In the later part of his life, Rabbi Shimon traveled to Rome at the behest of the other Sages to petition the emperor, Marcus Aurelius, to repeal the anti-Jewish decrees which were set up by his predecessor. The Talmud describes the manner in which he achieved his success in this mission. When Rabbi Shimon arrived in Rome, the daughter of the emperor was gravely ill. No doctor had been able to cure her, and it seemed that she would die. Rabbi Shimon asked to be taken to the ill girl’s room and he was able to effect a cure. The emperor was so grateful that he offered him his choice of a precious object from the royal treasure vault. Rabbi Shimon entered and was able to find the scrolls which contained the evil edicts. He took them and tore them up in front of the Emperor. In this way he was able to restore to the Jewish people the right to practice circumcision as well as to observe the Shabbat and the other mitzvot of the Torah.
On the last day of his life, the 18th of Iyar, Rabbi Shimon bar Yochai called together his elite students and began to reveal to them many of the secrets of the Torah. He instructed them that this day should be a day of joy because the study of Torah, called Torat Chayim – the Torah of Life, brings joy to all.
Lag B’Omer, the 18th day of Iyar, continues to be a great day of rejoicing with picnics and bonfires and hair cutting for Jewish boys turning three. Many would wait all year for Lag B’Omer to receive Blessings from holy Rebbes for children and all revealed good.
Adapted from L’Chaim #1722 “It Happened Once” with assistance from Talks and Tales – Gallery of our Great by Dr. Nissan Mindel as seen on Chabad.org.
*Rabbi Shimon bar Yochai – one of the greatest Tanna Sages who lived during the 2nd century CE. In addition to the Zohar, he is the author of statements in Sifri (a halachic midrash) and Mechilta d’Rashbi. Rabbi Shimon has the unique distinction of being mentioned in every chapter of the Talmud.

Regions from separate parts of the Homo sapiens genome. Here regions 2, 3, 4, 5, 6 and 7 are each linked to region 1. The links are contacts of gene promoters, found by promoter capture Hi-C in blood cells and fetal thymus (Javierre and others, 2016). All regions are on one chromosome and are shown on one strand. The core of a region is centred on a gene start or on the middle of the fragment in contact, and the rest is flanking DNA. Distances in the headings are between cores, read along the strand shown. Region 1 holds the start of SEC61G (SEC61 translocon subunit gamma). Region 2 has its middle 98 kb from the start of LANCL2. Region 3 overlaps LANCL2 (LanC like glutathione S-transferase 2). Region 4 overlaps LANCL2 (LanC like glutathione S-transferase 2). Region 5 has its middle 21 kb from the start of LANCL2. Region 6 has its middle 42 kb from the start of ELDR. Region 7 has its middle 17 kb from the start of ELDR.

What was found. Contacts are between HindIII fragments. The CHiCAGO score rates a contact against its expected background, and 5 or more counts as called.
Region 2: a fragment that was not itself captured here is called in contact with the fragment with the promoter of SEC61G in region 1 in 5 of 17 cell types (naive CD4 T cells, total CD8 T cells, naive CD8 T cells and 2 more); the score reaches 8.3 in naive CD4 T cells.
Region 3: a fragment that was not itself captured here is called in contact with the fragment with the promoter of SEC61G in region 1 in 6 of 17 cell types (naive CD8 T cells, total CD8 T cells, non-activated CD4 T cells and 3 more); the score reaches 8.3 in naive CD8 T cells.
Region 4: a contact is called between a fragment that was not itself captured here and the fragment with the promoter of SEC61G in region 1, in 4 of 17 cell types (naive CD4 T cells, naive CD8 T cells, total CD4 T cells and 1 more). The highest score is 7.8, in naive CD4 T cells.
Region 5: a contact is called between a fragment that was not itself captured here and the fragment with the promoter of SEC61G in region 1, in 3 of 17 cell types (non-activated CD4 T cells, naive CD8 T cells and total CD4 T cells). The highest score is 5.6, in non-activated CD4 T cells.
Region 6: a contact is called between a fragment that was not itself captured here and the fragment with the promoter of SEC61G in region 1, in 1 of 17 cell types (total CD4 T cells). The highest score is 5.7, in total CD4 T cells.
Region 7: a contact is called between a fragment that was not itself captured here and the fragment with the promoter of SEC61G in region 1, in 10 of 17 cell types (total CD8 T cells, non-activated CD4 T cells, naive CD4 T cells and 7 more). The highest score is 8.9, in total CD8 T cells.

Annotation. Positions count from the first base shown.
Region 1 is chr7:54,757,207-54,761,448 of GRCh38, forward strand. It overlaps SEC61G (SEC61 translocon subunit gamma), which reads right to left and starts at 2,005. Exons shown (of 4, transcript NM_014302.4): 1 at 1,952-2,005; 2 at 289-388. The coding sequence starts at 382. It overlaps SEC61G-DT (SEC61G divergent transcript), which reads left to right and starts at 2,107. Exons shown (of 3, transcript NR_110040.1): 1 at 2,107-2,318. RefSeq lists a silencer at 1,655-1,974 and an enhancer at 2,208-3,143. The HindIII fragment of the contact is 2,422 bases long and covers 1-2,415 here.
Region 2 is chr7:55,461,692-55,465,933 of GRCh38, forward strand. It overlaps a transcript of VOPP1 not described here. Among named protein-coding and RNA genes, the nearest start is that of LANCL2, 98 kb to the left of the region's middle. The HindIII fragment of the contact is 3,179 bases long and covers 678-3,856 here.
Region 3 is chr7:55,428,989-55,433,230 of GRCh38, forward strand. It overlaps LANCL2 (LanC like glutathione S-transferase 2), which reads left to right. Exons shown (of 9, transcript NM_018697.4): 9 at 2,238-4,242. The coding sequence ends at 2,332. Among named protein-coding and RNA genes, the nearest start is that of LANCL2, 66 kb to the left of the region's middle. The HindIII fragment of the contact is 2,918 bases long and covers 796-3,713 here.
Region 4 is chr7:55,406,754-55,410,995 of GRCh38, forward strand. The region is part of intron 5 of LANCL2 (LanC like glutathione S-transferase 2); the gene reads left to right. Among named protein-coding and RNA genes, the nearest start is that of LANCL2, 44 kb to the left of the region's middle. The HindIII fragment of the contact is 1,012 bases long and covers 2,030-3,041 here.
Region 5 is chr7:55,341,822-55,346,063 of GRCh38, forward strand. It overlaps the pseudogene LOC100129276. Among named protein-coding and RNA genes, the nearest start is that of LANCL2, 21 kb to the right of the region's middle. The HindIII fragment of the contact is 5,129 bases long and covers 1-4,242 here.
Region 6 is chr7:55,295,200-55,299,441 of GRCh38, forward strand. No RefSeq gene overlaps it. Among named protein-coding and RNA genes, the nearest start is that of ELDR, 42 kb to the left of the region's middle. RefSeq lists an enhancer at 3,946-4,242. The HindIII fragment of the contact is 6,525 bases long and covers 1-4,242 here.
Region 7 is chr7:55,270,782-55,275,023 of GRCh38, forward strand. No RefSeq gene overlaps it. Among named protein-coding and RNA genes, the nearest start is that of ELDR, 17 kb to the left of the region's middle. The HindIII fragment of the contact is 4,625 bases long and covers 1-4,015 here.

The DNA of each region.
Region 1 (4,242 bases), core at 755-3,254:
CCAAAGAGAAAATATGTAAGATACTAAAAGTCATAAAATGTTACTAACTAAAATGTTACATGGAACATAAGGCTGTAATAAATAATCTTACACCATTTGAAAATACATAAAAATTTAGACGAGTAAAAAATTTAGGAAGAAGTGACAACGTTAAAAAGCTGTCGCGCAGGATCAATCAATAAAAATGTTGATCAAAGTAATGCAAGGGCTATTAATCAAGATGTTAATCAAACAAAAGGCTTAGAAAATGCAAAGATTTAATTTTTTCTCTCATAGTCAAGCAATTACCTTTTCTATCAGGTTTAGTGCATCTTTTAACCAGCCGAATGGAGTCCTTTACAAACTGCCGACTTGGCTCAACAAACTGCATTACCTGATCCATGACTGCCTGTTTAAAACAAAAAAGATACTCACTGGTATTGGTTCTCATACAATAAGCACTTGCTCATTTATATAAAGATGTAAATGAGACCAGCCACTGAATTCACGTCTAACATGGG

**Rabbi Yehuda haNasi – born on the day the Romans killed Rabbi Akiva, Rabbi Yehuda, son of Rabbi Shimon, the Prince, son of Rabbi Gamliel, was circumcised on the 8th day as prescribed in the Torah. The punishment for circumcision, which was outlawed by the Romans, was death. When they were informed on, his parents traveled to Rome with their baby boy. As they neared their destination, they stopped at an inn where a non-Jewish woman of noble descent, who had recently given birth, was also staying. Taking pity on the parents and baby, the mothers exchanged sons and when they came to Rome, they presented the uncircumcised baby to the Emperor. They were released to go home and once again stopped at the inn to retrieve their precious son, Yehuda. The baby who saved Yehuda’s life was named Antoninus and grew up to be the Emperor of Rome. A solid friendship remained throughout their lives. Due to their friendship, this was a better time for the Jewish people and Torah study thrived during the leadership of Rabbi Yehuda haNasi, also known as Rebbe in the Talmud, and Rabeinu haKadosh – our Saintly Teacher. He was extremely wealthy, yet he took no pleasure in physical things and used his wealth to help the poor and needy, with great humility.
Rabbi Yehuda haNasi was a very holy leader of the Jewish people. He studied under Rabbi Shimon bar Yochai and the greatest Sages of the time. Realizing the difficulties of exile upon the Jewish people, he redacted the Oral Torah and felt the time was right to write it down so that it would not be forgotten by the Jewish people. Together with the Sages of his time, he continued the work begun by Rabbi Akiva, a generation prior. He is credited with the compilation of the Mishna into six tractates studied by serious students till today.
For more on these two great Torah luminaries please see: www.chabad.org